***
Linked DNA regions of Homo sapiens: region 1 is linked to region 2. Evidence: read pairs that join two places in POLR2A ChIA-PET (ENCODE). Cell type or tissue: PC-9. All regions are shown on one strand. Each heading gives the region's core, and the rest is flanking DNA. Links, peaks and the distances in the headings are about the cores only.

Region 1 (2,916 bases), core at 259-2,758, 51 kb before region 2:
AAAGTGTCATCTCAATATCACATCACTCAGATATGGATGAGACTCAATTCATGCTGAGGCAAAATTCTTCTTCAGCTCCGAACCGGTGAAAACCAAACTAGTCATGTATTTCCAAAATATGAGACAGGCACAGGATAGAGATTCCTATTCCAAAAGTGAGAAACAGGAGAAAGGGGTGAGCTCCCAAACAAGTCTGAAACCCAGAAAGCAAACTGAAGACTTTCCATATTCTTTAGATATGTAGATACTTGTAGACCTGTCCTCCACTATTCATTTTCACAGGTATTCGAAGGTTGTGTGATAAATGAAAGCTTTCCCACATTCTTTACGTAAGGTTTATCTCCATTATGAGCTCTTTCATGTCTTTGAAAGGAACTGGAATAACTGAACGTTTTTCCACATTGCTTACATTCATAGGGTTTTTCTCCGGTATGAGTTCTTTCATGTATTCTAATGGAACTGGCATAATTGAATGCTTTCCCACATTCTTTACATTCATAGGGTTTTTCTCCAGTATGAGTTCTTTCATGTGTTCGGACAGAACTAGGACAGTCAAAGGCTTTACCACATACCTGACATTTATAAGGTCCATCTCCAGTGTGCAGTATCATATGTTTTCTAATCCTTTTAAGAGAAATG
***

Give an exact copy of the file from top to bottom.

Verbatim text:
Linked DNA regions of Homo sapiens: region 1 is linked to region 2. Evidence: read pairs that join two places in POLR2A ChIA-PET (ENCODE). Cell type or tissue: PC-9. All regions are shown on one strand. Each heading gives the region's core, and the rest is flanking DNA. Links, peaks and the distances in the headings are about the cores only.

Region 1 (2,916 bases), core at 259-2,758, 51 kb before region 2:
AAAGTGTCATCTCAATATCACATCACTCAGATATGGATGAGACTCAATTCATGCTGAGGCAAAATTCTTCTTCAGCTCCGAACCGGTGAAAACCAAACTAGTCATGTATTTCCAAAATATGAGACAGGCACAGGATAGAGATTCCTATTCCAAAAGTGAGAAACAGGAGAAAGGGGTGAGCTCCCAAACAAGTCTGAAACCCAGAAAGCAAACTGAAGACTTTCCATATTCTTTAGATATGTAGATACTTGTAGACCTGTCCTCCACTATTCATTTTCACAGGTATTCGAAGGTTGTGTGATAAATGAAAGCTTTCCCACATTCTTTACGTAAGGTTTATCTCCATTATGAGCTCTTTCATGTCTTTGAAAGGAACTGGAATAACTGAACGTTTTTCCACATTGCTTACATTCATAGGGTTTTTCTCCGGTATGAGTTCTTTCATGTATTCTAATGGAACTGGCATAATTGAATGCTTTCCCACATTCTTTACATTCATAGGGTTTTTCTCCAGTATGAGTTCTTTCATGTGTTCGGACAGAACTAGGACAGTCAAAGGCTTTACCACATACCTGACATTTATAAGGTCCATCTCCAGTGTGCAGTATCATATGTTTTCTAATCCTTTTAAGAGAAATG